More than 3,500 mainly Dutch fans were in to see the show, while journalists, some 400 of them, have been tucked away in a dark, rather depressing conference hall, where they can follow the event on four large screens.

Inside, people were filled with exuberance, partly because the show was going on after a year’s hiatus, and partly because it just felt so good to be out of lockdown. The costumes were colorful: Near me, two men were wearing orange tuxedos and another man wore a British flag as a cape.

Yet some of the reporters working for specialist Eurovision blogs and other outlets told me the setup that kept them away from the crowds made them sad. “Eurovision is about bringing people together, but they are forced to keep people apart,” said William Lee Adams of Wiwibloggs. “I’ll gladly wear a military grade face mask, if I can be among the singers and the public.”

I decided not to miss out on the live event. So I found myself at 10 a.m. this morning standing in the rain on a drab field outside of the city of Lisse for my Covid test. In hand, I had my ticket, which cost a mere €650, or about $790.

Will Ferrell, left, and Rachel McAdams in the 2020 musical comedy film “Eurovision Song Contest: The Story of Fire Saga.”
Will Ferrell, left, and Rachel McAdams in the 2020 musical comedy film “Eurovision Song Contest: The Story of Fire Saga.”Credit…John Wilson/Netflix

Will Ferrell may well have succeeded where past winners like ABBA and Celine Dion failed: His movie “Eurovision Song Contest: The Story of Fire Saga” has raised awareness in North America of the world’s biggest singing competition.

Eurovision is so unknown in the United States that a common reaction to the film among Americans was: “This is based on a real thing?!?”

Yes, it is — a real thing that has been drawing hundreds of millions of viewers since 1956. But since the contest is not usually broadcast in the United States (the cable network Logo last had the rights in 2018), few knew of its existence, let alone what it’s all about.

The second-most-common American reaction to the movie’s Belarusian horror rockers and bare-chested Russian crooners seemed to be: “OK, but they must have exaggerated it.”

Well, no, they didn’t — “Fire Saga” eerily captures Eurovision’s most demented aspects, especially its signature unselfconscious reveling in over-the-top theatrics. Ferrell (whose wife is from Eurovision-crazy Sweden) pulled off a spot-on satire that eschews condescension: The film doesn’t laugh at the contest or its fans, but with them. And like many of the acts from the real competition, the songs from the movie are infernally catchy: “Husavik,” the lead number in “Fire Saga,” was nominated for an Academy Award.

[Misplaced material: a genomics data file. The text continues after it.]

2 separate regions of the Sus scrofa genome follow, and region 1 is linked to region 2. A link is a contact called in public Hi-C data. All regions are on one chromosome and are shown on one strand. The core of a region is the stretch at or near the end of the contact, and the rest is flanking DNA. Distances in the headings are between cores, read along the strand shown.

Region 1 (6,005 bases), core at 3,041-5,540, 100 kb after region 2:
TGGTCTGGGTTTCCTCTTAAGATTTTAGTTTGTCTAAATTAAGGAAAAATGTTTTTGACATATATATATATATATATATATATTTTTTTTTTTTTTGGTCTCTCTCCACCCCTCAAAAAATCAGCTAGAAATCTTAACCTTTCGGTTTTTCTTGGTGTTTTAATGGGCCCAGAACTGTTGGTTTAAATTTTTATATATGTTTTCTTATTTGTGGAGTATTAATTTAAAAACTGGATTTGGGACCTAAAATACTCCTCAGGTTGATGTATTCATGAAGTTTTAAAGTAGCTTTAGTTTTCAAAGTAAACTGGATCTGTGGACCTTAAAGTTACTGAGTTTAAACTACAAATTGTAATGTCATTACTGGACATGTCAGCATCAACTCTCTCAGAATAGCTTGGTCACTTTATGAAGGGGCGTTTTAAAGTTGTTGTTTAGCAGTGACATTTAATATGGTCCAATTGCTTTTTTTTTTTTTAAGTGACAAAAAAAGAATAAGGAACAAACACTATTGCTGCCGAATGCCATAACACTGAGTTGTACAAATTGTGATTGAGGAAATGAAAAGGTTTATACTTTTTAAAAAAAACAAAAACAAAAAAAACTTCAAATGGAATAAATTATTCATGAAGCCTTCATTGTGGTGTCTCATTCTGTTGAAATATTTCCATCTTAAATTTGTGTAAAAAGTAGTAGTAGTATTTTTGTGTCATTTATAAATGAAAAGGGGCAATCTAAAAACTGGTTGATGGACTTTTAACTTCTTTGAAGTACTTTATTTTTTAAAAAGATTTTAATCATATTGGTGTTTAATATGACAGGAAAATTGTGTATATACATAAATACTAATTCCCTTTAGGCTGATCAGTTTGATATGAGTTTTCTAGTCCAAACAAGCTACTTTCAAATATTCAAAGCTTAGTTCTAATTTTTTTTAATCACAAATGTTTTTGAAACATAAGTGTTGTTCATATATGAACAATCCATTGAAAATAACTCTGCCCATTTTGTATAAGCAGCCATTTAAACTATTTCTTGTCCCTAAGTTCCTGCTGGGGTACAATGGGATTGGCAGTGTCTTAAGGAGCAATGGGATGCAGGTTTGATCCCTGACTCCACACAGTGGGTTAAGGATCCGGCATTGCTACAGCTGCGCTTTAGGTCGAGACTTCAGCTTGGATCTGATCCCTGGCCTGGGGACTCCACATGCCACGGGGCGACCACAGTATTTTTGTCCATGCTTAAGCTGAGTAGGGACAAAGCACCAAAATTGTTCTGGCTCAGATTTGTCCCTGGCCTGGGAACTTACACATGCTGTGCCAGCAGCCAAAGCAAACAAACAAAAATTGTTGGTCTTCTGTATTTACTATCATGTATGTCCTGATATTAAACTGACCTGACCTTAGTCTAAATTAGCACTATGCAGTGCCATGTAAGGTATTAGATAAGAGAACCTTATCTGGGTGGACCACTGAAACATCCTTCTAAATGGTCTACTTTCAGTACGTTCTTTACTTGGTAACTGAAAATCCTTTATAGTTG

Jeangu Macrooy, center, representing the Netherlands, boarded a bus on Saturday to the Eurovision Song Contest Final in Rotterdam.
Jeangu Macrooy, center, representing the Netherlands, boarded a bus on Saturday to the Eurovision Song Contest Final in Rotterdam.Credit…Robin Utrecht/Agence France-Presse — Getty Images

This year, 16 of the 26 finalists are acts returning from last year’s canceled competition.

But Eurovision rules require the contestants to perform a different song from the one they had planned for the 2020 event. In a competition known for one-hit wonders, this year’s contestants have to prove they don’t fit that pattern.

The entrant facing the biggest challenge in capturing last year’s magic is Dadi Freyr, a singer performing with the band Gagnamagnid, which is Iceland’s entry. Last year, he was a favorite to win with “Think About Things,” a catchy disco number about Freyr’s newborn child.

The band’s entry this year is another fun track called “10 Years.” Freyr said he wanted to keep the track similar in style to “Think About Things,” since Icelanders had voted for a disco tune to represent them at the competition. It took 12 attempts to come up with a new song he liked, he added.

Jeangu Macrooy, the Netherlands’ entry, said he also struggled. “I was getting no inspiration — I was just sitting inside,” he said.

Then, in December, a host of thoughts and feelings around the police killing of George Floyd and the subsequent resurgence of the Black Lives Matter movement started bubbling up inside him, he said.

Soon he conjured the lyrics to “Birth of a New Age,” an uplifting gospel-inspired track: “They tried to drain you of your faith / But you are the rage that melts the chains.”

Macrooy said he hoped it would speak to everyone standing up for their rights, whether people of color, L.G.B.T.Q. people or members of other marginalized groups.